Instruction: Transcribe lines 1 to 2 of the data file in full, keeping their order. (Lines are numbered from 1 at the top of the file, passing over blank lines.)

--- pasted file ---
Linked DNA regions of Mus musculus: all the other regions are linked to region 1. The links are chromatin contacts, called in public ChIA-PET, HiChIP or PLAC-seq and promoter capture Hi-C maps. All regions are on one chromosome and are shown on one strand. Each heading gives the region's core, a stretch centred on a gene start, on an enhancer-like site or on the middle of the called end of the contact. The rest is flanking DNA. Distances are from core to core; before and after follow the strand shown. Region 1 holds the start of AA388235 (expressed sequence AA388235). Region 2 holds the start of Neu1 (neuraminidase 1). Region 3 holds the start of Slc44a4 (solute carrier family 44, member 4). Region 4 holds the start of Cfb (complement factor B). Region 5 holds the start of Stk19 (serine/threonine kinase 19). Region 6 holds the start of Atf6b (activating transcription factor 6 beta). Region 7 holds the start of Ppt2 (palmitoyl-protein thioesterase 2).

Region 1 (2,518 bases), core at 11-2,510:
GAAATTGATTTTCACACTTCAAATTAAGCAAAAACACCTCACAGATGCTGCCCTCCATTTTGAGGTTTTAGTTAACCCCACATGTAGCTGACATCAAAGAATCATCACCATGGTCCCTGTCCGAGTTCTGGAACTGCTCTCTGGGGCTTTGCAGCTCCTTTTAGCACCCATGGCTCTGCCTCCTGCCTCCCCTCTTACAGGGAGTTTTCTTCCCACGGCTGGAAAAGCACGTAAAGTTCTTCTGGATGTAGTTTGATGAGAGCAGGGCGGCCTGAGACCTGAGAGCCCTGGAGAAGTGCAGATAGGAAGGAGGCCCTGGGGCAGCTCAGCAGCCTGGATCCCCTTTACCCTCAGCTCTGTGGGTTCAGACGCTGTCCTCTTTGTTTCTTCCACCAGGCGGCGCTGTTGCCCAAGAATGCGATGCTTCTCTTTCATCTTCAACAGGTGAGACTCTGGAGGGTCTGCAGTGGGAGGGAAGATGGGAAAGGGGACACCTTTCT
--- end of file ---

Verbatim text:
Linked DNA regions of Mus musculus: all the other regions are linked to region 1. The links are chromatin contacts, called in public ChIA-PET, HiChIP or PLAC-seq and promoter capture Hi-C maps. All regions are on one chromosome and are shown on one strand. Each heading gives the region's core, a stretch centred on a gene start, on an enhancer-like site or on the middle of the called end of the contact. The rest is flanking DNA. Distances are from core to core; before and after follow the strand shown. Region 1 holds the start of AA388235 (expressed sequence AA388235). Region 2 holds the start of Neu1 (neuraminidase 1). Region 3 holds the start of Slc44a4 (solute carrier family 44, member 4). Region 4 holds the start of Cfb (complement factor B). Region 5 holds the start of Stk19 (serine/threonine kinase 19). Region 6 holds the start of Atf6b (activating transcription factor 6 beta). Region 7 holds the start of Ppt2 (palmitoyl-protein thioesterase 2).

Region 1 (2,518 bases), core at 11-2,510: